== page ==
Our Nation's Oldest City: St. Augustine, Florida

St. Augustine is a city located on the northeast coast of Florida. It is the oldest continuously occupied European settlement in the United States. The city was founded in 1565 by Spanish explorer Pedro Menendez de Aviles. Earlier settlements in the area failed. This was due mostly to famine and hurricanes. The first child of European parents born in the continental United States was born here in 1566.

St. Augustine was attacked and burned by British explorer Sir Francis Drake twenty years later. The Spanish residents of St. Augustine built the Castillo de San Marcos. It was a masonry-walled military fort. The walls were made of sedimentary rock called coquina, which was made of ancient shells bonded together. The fort was designed to protect the city from invaders. It was completed in 1695 after 23 years of construction.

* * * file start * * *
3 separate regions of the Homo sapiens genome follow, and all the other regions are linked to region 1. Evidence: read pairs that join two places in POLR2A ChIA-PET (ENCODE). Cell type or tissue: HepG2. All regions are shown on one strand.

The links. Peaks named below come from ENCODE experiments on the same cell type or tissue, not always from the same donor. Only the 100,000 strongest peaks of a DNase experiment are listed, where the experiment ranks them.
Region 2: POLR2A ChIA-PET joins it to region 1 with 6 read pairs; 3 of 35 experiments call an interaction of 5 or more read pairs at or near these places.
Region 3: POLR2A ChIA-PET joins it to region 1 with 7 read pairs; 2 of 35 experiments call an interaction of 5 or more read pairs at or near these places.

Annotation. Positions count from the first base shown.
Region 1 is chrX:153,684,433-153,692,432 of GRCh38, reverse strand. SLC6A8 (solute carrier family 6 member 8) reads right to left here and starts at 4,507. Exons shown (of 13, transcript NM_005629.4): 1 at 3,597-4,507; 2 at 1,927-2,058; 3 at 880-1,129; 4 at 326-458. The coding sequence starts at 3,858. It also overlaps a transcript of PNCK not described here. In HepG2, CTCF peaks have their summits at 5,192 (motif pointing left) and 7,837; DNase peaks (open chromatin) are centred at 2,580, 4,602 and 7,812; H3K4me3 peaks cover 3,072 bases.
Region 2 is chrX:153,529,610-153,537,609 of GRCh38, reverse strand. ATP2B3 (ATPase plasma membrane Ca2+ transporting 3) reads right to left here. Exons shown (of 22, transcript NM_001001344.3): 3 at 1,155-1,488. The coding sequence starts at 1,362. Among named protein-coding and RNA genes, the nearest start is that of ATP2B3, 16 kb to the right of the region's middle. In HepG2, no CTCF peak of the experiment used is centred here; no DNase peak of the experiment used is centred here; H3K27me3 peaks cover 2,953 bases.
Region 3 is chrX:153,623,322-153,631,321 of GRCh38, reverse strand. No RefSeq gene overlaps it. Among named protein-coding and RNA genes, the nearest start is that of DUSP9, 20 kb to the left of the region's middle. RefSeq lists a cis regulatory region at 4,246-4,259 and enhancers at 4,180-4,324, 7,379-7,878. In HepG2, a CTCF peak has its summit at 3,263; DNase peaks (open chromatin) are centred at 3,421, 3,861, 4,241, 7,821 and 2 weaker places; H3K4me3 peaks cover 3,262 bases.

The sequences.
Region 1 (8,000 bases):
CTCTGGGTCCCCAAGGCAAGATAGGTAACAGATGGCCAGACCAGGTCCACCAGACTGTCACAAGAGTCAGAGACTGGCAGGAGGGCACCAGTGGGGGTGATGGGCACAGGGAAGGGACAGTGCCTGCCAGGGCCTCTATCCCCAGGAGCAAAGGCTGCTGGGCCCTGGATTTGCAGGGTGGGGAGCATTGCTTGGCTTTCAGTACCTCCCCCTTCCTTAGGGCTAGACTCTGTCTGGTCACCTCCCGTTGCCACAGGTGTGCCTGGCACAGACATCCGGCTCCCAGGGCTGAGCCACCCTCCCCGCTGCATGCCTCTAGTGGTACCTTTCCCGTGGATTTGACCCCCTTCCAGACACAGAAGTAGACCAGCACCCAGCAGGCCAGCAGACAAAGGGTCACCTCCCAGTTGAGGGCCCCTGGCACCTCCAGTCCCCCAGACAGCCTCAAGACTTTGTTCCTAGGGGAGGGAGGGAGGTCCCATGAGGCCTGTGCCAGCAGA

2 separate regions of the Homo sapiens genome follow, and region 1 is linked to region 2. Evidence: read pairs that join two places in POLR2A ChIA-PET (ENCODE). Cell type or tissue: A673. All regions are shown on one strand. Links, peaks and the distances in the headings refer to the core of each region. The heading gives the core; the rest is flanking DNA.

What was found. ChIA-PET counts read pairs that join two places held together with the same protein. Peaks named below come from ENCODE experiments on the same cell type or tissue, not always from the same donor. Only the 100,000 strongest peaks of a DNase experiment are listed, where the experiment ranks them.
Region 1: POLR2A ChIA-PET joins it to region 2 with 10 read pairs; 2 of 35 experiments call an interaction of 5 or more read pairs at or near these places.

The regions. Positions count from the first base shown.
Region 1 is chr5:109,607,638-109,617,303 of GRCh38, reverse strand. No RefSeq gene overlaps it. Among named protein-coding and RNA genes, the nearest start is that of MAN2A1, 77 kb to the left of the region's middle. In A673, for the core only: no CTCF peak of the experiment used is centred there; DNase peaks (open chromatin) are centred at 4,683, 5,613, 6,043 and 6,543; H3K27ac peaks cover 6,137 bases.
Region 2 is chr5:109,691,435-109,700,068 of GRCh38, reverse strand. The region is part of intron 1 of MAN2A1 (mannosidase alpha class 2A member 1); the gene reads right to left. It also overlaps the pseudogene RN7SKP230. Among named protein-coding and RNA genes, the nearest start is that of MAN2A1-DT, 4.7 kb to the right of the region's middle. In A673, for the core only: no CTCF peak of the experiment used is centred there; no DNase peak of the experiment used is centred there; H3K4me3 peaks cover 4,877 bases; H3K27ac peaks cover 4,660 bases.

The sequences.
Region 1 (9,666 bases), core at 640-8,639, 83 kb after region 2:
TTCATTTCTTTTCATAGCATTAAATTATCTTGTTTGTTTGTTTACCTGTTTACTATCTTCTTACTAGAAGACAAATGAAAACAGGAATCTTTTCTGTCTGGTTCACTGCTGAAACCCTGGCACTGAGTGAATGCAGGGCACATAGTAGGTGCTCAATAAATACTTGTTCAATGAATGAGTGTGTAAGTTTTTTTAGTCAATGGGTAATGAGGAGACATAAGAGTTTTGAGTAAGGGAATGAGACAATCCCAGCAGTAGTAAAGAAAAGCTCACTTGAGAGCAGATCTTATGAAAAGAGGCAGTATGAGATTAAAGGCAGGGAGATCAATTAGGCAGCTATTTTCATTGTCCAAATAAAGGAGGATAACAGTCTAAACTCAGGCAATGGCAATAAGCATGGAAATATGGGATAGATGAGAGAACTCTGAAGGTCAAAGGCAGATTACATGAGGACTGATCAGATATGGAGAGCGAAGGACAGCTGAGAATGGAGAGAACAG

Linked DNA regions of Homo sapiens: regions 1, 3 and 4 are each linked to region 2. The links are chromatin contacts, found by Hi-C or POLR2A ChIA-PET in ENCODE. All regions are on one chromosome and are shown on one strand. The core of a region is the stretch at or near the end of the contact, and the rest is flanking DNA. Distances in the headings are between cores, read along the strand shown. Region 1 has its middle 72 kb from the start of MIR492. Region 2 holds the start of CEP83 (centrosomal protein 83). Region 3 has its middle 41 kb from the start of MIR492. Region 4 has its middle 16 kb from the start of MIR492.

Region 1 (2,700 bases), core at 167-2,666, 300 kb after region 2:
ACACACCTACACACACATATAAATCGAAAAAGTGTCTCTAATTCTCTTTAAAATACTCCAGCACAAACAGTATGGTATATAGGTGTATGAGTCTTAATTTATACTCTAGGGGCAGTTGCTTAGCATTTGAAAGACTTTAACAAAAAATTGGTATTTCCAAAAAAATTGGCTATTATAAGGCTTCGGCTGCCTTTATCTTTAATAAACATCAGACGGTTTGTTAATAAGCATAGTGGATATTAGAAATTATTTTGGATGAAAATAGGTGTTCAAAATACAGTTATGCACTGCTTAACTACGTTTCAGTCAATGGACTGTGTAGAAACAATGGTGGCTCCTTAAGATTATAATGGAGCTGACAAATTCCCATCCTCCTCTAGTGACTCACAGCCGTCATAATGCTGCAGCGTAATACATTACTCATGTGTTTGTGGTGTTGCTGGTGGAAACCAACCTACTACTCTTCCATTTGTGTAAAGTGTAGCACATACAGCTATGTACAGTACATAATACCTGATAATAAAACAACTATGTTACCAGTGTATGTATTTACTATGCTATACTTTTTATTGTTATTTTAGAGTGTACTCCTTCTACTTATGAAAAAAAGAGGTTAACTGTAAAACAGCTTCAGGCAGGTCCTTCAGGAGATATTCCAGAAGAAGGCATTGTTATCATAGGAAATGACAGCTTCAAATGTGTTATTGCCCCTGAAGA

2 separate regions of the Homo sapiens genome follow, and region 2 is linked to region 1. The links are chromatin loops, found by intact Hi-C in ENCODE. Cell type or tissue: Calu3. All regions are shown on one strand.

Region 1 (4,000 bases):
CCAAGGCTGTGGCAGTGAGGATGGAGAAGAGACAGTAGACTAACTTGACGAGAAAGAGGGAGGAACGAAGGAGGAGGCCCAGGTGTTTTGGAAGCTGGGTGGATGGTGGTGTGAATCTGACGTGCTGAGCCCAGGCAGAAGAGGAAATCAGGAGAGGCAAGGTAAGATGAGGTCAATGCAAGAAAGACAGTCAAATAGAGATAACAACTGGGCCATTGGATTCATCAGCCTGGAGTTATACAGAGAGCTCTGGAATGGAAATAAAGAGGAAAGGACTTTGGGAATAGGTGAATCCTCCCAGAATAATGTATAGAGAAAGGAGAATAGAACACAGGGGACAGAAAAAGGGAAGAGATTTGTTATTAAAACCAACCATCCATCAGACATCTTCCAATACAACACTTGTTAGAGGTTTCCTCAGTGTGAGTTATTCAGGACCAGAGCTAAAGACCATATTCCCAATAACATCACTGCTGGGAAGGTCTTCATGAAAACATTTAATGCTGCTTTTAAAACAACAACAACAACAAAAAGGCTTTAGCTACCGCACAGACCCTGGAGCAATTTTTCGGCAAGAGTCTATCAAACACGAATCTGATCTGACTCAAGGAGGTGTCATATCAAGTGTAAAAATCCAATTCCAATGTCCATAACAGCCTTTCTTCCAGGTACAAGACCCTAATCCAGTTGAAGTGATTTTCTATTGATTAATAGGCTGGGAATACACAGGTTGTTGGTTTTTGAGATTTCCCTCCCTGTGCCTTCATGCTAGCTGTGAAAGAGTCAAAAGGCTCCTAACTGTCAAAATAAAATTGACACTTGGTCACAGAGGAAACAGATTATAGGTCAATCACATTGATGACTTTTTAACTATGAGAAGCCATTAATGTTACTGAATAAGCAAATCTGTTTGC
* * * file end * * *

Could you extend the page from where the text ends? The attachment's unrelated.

The British attacked the fort in 1702. They attacked again in 1704, but the Spanish survived. The British finally gained control of St. Augustine in 1763. Florida was returned to Spain in 1783 in the Treaty of Paris. That was the end of the Revolutionary War. Spain gave Florida to America in 1821. In return, America gave up claim to other lands in the West.

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